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Uber is tired of waiting for you

Reuters/Stephen Lam
Don’t be late.
  • Alison Griswold
By Alison Griswold


Published This article is more than 2 years old.

Uber is losing patience with slow riders.

Under a new policy the company is testing in four US markets—New York, New Jersey, Phoenix, and Dallas—riders start getting charged two minutes after their Uber arrives. They also now have only two minutes to cancel a ride request, down from five, before incurring a cancellation fee. In New York, for example, where Uber charges $0.35 per minute, riders who show up four minutes late will have $0.70 added to their fares. The test was first reported by TechCrunch.

Uber says these changes are designed to improve the driver experience. ”Drivers’ time is valuable, and while we expect riders to request a ride only once they’re ready, we know that waiting for a rider at their pickup location can be frustrating,” the company said in a statement. “When riders and drivers are respectful of each other’s time, the whole system runs more smoothly and the Uber experience improves for everyone.”

But that reasoning is a little tough to square with another change Uber recently made in Dallas.

Typically, Uber drivers can cancel a trip if a customer hasn’t arrived within five minutes and collect a cancellation fee instead. In New York, to continue the example, the cancellation fee for riders is $10, of which the driver gets whatever is left after Uber’s cut. That’s still the case in most of the markets where Uber is testing its new late charges for riders. Except in Dallas,  where Uber has stopped charging cancellation fees entirely.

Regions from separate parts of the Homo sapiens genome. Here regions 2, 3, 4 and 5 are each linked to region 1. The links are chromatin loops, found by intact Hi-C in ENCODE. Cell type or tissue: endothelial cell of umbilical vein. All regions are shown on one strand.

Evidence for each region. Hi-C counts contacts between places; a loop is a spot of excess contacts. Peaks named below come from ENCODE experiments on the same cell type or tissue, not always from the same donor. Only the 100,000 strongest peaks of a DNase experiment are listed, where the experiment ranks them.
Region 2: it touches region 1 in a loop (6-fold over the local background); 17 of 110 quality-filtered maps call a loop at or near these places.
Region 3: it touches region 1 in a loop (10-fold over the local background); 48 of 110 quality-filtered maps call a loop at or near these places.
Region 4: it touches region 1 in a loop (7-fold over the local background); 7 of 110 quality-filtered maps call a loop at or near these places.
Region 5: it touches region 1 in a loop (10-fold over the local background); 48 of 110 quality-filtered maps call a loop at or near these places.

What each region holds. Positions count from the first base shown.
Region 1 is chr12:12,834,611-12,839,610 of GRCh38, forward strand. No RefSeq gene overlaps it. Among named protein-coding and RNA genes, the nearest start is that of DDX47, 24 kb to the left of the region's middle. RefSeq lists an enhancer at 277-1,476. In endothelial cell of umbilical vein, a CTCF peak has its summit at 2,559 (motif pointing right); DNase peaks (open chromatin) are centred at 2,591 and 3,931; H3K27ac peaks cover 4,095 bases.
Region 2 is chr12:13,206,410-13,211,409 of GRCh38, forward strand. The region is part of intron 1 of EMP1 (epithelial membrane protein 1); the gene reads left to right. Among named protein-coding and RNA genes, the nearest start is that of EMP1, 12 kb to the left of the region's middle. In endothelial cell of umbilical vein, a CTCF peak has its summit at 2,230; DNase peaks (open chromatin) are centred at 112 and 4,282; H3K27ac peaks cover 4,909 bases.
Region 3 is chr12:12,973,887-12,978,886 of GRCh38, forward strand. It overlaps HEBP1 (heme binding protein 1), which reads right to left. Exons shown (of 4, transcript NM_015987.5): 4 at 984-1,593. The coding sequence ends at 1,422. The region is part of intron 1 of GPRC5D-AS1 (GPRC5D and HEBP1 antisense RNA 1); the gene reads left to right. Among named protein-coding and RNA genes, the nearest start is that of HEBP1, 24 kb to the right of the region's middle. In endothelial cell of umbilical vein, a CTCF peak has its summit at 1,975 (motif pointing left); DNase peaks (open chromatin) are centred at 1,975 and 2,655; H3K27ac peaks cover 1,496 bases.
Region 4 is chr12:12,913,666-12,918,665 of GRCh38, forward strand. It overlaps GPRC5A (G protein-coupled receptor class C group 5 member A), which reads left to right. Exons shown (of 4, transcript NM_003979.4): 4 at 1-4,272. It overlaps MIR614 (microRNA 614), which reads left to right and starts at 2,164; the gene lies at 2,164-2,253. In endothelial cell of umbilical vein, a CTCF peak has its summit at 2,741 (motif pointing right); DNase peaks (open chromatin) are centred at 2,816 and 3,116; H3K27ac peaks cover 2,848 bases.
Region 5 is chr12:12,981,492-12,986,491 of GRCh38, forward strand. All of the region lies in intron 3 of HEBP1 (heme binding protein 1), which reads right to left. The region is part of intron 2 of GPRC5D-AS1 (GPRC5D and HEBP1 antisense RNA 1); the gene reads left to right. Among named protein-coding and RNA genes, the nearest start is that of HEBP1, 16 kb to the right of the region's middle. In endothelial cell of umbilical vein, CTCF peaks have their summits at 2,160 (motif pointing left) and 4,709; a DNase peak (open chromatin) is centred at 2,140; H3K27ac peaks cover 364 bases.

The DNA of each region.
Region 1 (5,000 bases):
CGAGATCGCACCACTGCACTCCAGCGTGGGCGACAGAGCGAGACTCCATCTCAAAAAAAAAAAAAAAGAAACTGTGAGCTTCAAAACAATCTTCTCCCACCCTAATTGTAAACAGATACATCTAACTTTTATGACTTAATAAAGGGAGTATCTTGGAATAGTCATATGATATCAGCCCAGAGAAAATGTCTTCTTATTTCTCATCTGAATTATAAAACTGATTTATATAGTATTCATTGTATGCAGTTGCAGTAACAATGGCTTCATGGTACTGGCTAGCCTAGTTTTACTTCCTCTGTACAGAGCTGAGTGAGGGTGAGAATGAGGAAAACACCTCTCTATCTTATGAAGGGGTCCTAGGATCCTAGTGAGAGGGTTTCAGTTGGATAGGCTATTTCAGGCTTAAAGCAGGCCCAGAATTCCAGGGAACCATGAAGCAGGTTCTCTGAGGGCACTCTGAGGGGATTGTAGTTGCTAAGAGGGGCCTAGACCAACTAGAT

The change was noticed earlier this week by a Dallas-area driver, who was told by Uber support that “there is no longer a cancellation fee for our partners and riders.” The driver posted a screenshot of the message to Facebook with the comment, “Are you freaking serious?!!!!”

An Uber spokeswoman confirmed that there is currently no cancellation fee for riders or drivers in Dallas, and said the change occurred in December 2015. Previously, customers there paid cancellation fees of $5, with the driver typically getting 75-80% of that. Uber charges $0.10 per minute on its UberX platform in Dallas, meaning in the three minutes a rider might be considered late before the ride is cancelled, a driver will make at most $0.30 extra (minus Uber’s commission) under the new policy.

Rather than driver wellbeing, these new late fees and cancellation policies seem to be aimed at improving logistics for Uber. The pursuit of efficiency is never-ending in Silicon Valley, but especially in the competitive and profit-challenged world of ride-hailing. As of February, Uber was making an average of 19 cents per ride in the US, Bloomberg reported earlier this month. Those are ultra-thin margins, which means to make them work, Uber needs both a high volume of rides and very quick turnover.

Uber has made no secret of its obsession with efficiency. In New York City, the company has released a breakdown each September of how the average UberX driver spends an hour on its platform. Since 2012, the amount of time drivers spend “on trip” (i.e., with a customer in the car) has risen steadily, while the time spent idle (between fares) has fallen.

The one part of this equation Uber hasn’t been able to crack is pick-up time. In 2015, drivers in New York City spent an average of eight minutes per hour waiting to pick up riders, the same as in 2012.

Uber has said it plans to be profitable in North America by the second quarter of 2016, and fine-tuning its logistics is undoubtedly part of that. But at a certain point, the company can only eke so much more efficiency out of its drivers. They will always have to travel a certain distance to pick up a passenger, and spend a certain amount of time completing each trip.

Where the company can tighten the slack is on the rider side. Every minute you dawdle before coming out to meet your driver is another minute ticking out of that hour, decreasing frequency and ride volume. In Uber’s relentless quest for efficiency, lackadaisical passengers are one of its greatest obstacles. The question is whether its new late fees will motivate them to be timelier, or annoy them so much that they switch to Lyft. Or, go unnoticed entirely, and help Uber ever-so-slightly improve its thin margins.

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